Eisenberg tells PopcornBiz that he did not hit the clubs clad in the garb to prepare for the part in the movie (which rolls out in more cities this weekend). But just hitting the clubs was a strange enough experience for the star better known for his nerdy style of zombie killing.
"I went to the nightclubs to experience them, I don't normally go to them," says Eisenberg. "Regardless of having Hasidic garb or not, I felt very out of place."
It didn't hurt that one of the film's producers and stars is Danny Abeckaser, who is also the owner of Marquee nightclub in New York. Abeckaser was able to show Eisenberg around and the scenes were shot in the club as well.
In the movie, Eisenberg's music-and-lights overwhelmed character is not complete acting.
"Nightclubs are so sensory overload and overwhelming places to be," says Eisenberg. "It's a very unnatural experience for me. But some people like it very much."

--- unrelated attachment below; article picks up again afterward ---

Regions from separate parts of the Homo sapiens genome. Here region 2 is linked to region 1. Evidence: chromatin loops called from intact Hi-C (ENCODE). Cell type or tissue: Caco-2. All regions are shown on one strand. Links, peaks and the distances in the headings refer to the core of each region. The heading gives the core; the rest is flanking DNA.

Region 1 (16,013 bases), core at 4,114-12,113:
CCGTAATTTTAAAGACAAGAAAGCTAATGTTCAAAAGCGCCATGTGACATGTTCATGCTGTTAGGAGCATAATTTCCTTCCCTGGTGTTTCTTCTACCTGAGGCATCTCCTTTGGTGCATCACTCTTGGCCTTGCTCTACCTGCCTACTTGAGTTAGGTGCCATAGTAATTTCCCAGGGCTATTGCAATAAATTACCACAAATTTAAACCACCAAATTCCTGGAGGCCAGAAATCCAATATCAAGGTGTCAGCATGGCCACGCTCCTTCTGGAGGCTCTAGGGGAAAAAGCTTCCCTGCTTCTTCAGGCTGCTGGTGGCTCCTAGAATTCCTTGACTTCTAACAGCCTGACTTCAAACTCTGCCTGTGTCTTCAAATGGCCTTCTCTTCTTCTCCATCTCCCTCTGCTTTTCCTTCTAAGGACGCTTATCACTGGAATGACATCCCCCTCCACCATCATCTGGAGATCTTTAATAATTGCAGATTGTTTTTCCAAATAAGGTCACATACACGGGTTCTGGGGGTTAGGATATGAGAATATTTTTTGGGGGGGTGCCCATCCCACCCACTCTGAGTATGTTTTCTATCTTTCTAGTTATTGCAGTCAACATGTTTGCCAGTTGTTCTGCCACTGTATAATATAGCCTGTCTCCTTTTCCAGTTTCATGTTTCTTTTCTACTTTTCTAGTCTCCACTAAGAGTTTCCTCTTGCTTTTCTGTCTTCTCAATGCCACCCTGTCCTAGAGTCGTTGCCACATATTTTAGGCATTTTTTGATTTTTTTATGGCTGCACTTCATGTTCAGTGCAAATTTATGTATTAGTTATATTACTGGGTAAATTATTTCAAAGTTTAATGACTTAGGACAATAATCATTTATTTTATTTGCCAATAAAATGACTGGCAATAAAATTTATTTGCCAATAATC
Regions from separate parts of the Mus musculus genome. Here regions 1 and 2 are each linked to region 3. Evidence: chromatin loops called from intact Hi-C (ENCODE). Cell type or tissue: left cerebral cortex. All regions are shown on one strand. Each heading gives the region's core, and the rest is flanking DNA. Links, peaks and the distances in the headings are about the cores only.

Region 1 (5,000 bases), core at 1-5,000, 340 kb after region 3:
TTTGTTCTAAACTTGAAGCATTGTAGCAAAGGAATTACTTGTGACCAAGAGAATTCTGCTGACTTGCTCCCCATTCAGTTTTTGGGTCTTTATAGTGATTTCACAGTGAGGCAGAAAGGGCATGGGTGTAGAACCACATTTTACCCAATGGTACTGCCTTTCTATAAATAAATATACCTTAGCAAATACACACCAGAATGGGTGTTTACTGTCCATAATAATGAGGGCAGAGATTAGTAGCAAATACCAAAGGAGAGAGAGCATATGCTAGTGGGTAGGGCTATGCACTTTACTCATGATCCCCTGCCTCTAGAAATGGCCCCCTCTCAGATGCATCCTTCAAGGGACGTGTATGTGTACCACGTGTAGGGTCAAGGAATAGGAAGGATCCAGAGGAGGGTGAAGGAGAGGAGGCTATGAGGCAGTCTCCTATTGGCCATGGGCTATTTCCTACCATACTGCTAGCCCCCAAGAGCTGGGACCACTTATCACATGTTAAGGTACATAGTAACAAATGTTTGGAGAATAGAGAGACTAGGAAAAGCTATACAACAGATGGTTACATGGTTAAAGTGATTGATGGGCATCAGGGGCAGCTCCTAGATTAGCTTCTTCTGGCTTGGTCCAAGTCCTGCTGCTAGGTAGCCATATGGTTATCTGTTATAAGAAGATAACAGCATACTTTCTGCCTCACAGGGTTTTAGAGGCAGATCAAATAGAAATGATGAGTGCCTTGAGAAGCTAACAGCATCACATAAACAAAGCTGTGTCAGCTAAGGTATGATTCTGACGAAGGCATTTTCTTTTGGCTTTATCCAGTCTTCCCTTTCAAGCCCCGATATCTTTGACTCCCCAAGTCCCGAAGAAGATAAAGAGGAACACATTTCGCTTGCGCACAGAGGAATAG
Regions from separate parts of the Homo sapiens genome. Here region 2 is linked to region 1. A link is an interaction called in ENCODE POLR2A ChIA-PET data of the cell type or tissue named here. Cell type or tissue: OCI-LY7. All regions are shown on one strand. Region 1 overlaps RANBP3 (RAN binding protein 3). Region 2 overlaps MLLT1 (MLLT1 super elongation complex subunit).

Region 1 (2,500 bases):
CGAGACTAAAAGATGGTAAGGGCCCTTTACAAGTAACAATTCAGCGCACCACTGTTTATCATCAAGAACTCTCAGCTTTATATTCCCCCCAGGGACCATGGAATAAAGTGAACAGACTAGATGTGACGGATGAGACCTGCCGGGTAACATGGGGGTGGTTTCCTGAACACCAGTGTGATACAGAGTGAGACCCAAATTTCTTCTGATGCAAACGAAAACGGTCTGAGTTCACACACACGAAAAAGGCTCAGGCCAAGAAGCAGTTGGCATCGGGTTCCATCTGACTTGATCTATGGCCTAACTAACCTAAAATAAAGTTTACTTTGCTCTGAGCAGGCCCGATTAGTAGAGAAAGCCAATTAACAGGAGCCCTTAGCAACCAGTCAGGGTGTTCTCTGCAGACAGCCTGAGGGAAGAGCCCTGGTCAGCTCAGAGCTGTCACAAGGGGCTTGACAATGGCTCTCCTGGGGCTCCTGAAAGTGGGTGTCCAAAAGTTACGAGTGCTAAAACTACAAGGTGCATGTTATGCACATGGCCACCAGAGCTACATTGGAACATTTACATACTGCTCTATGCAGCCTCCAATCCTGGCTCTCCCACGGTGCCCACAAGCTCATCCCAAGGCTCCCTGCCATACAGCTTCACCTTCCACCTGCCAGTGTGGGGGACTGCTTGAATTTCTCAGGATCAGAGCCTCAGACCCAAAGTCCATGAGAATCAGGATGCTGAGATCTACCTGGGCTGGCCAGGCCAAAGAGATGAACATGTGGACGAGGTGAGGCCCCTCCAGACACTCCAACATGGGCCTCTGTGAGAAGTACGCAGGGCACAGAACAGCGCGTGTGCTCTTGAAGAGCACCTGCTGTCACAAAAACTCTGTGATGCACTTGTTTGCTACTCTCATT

The movie featuring the lives of two fallen Hasidic Jews who import millions of ecstasy drugs from around Europe is a fictionalized account of a true drug import scheme. The nightclub part of the story was actually based on fact, says Eisenberg.
"A lot of the movie was fictionalized accounts of actual events, but the nightclub parts were not," he says. "As far as I know (my character) would celebrate in these clubs. That's an accurate story point."
As for the ecstasy, Eisenberg insists his role research didn't go far enough to actually trying it. But director Kevin Asch did have "days and days of footage of people on ecstasy."
"It was fascinating," says Eisenberg.